Learning the Basics of Paint.net
Paint.net is a free software download from getpaint.net, and is one of our most used and favourite design tools.
It’s ideal for anyone wanting to design their own logos, ads, Youtube thumbnails and any other images which may require slightly more advanced editing or laying one item on top of another.
If you can’t afford (or be bothered to learn how to use) Photoshop, Paint.net would be our recommendation. It’s so useful and you can’t get cheaper than free!
Make no mistake, the tool does require a bit of learning, so what we’ve focused on in this particular tutorial are the key differences between this and other basic tools you may be familiar with, such as Microsoft Paint.
Once you really get your head around only a couple of functions with Paint.net, the software is easy to use with minimal frustration.
Important functions using Paint.net
1. Selecting and Moving Pixels
If you’re only used to using basic tools like MS Paint, you’ll be familiar with selecting a part of the image, then being able to move the selected area somewhere else on the page. With Paint.net, these are two separate tools.
- ‘S’ = Select the area you want to edit/move
- ‘M’ = Move the selected area (must have the correct layer selected)
2. Having the Correct Layer Selected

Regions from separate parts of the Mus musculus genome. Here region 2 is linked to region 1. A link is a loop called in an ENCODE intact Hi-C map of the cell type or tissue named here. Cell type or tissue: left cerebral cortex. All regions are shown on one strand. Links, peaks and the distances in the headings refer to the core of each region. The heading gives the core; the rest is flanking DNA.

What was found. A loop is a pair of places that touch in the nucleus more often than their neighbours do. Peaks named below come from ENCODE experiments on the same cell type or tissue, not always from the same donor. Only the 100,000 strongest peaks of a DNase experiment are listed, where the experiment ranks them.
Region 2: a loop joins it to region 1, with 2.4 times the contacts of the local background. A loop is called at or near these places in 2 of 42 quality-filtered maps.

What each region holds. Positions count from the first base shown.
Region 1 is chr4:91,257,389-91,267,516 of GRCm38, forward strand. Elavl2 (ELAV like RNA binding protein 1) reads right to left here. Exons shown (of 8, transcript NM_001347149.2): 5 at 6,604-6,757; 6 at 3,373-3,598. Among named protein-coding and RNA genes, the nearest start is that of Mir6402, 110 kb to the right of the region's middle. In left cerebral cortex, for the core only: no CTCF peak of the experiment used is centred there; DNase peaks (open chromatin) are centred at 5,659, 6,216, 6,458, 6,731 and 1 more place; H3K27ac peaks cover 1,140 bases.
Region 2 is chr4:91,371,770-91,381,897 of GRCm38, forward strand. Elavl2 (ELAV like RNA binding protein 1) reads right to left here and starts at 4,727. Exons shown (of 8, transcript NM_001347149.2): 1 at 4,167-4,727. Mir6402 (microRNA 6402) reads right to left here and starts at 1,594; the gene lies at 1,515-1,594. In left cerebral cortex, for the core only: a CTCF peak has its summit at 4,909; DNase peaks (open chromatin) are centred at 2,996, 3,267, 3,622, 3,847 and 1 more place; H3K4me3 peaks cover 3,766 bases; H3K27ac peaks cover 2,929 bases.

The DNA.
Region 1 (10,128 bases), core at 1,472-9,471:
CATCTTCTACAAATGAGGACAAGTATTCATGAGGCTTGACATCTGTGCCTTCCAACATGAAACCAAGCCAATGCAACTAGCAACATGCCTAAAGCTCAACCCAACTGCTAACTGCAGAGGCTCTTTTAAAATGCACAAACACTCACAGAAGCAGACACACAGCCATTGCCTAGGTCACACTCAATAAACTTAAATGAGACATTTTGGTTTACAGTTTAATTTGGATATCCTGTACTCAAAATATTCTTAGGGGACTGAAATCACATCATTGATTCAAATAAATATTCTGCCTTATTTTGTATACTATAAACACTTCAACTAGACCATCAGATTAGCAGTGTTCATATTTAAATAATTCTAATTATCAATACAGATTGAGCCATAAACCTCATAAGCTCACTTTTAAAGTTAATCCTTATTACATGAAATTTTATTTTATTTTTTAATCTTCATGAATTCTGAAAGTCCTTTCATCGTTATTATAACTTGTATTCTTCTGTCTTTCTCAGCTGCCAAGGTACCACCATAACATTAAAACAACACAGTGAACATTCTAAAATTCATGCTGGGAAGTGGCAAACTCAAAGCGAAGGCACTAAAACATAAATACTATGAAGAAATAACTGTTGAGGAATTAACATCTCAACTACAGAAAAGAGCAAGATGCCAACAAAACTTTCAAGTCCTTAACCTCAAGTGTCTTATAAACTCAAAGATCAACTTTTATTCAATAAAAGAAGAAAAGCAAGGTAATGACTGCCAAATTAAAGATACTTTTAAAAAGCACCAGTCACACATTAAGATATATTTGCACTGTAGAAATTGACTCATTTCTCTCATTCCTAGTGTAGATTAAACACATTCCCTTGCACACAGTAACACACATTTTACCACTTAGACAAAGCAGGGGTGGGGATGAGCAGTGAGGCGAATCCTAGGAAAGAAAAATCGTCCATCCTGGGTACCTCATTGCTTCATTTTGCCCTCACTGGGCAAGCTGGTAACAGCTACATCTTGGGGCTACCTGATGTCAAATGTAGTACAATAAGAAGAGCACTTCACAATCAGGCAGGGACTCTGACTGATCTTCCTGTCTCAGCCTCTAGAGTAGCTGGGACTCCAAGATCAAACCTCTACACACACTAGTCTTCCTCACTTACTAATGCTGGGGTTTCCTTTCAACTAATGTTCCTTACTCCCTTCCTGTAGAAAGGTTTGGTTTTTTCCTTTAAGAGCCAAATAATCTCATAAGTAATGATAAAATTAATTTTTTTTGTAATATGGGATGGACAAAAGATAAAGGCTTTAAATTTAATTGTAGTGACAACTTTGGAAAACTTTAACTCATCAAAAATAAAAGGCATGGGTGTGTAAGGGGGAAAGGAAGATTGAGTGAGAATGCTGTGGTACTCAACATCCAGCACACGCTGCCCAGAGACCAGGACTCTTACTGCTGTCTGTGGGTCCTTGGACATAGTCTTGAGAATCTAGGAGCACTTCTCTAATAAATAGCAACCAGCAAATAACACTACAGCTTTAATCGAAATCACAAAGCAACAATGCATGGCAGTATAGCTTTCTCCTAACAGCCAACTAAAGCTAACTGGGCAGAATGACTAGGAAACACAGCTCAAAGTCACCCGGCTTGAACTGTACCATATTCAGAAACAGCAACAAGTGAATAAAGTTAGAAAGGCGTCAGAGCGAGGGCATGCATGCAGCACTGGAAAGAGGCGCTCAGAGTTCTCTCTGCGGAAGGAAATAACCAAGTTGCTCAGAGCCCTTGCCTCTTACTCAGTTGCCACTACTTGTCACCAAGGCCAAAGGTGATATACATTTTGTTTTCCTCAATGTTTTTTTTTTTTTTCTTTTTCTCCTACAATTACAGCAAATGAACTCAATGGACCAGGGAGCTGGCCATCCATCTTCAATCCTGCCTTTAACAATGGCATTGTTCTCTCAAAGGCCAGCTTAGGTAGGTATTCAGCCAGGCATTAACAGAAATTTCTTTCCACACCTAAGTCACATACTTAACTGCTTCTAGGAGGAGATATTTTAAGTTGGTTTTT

In the very beginning of learning how to use Paint.net, it’s important to understand that you’re going to need not only the right part of the image selected to edit it, but the right layer selected as well.
If you’re trying to make some sort of changes to your image and nothing is happening, these are the two questions you must ask yourself:
- Do I have the right part of my image selected?
- Do I have the right layer selected?
Working with Layers
This is probably the biggest difference in using Paint.net compared to simple tools such as MS Paint… layers.
Having the ability to edit an individual layer of the image gives us so much more flexibility in creating a complex final image.
Not only that, but it gives us room to go back and change things later if we need to, without having to mess around with anything else on other layers.
This is why we would recommend to have every separate part of your image on a separate layer – it’s the easiest way to create an image with minimal confusion. But first you must understand how they work…
A standard Paint.net blank document starts with one white layer, as in a white sheet of paper. Remember white is not transparent, the grey and white checkerboard is when it means it’s transparent (as long as you save your image as a .PNG file).
So if you want to add text and edit only the text, the easiest way to do that is to create a new layer immediately before entering any text, so this way the only thing on the new layer will be the text, and not a white background to go with it.
If you try and change the colour of the text for example on a layer with a white background, you’re likely to have difficulties. Keep things simple for yourself and have every new item on a new layer.
Once you click “add new layer” using the button in the layer pop out window, imagine a new layer of plastic on top of the white background. It is here where you can add your text and be comfortable knowing you’ll only be editing the text.
It’s critical you understand these fundamentals to use Paint.net effectively.
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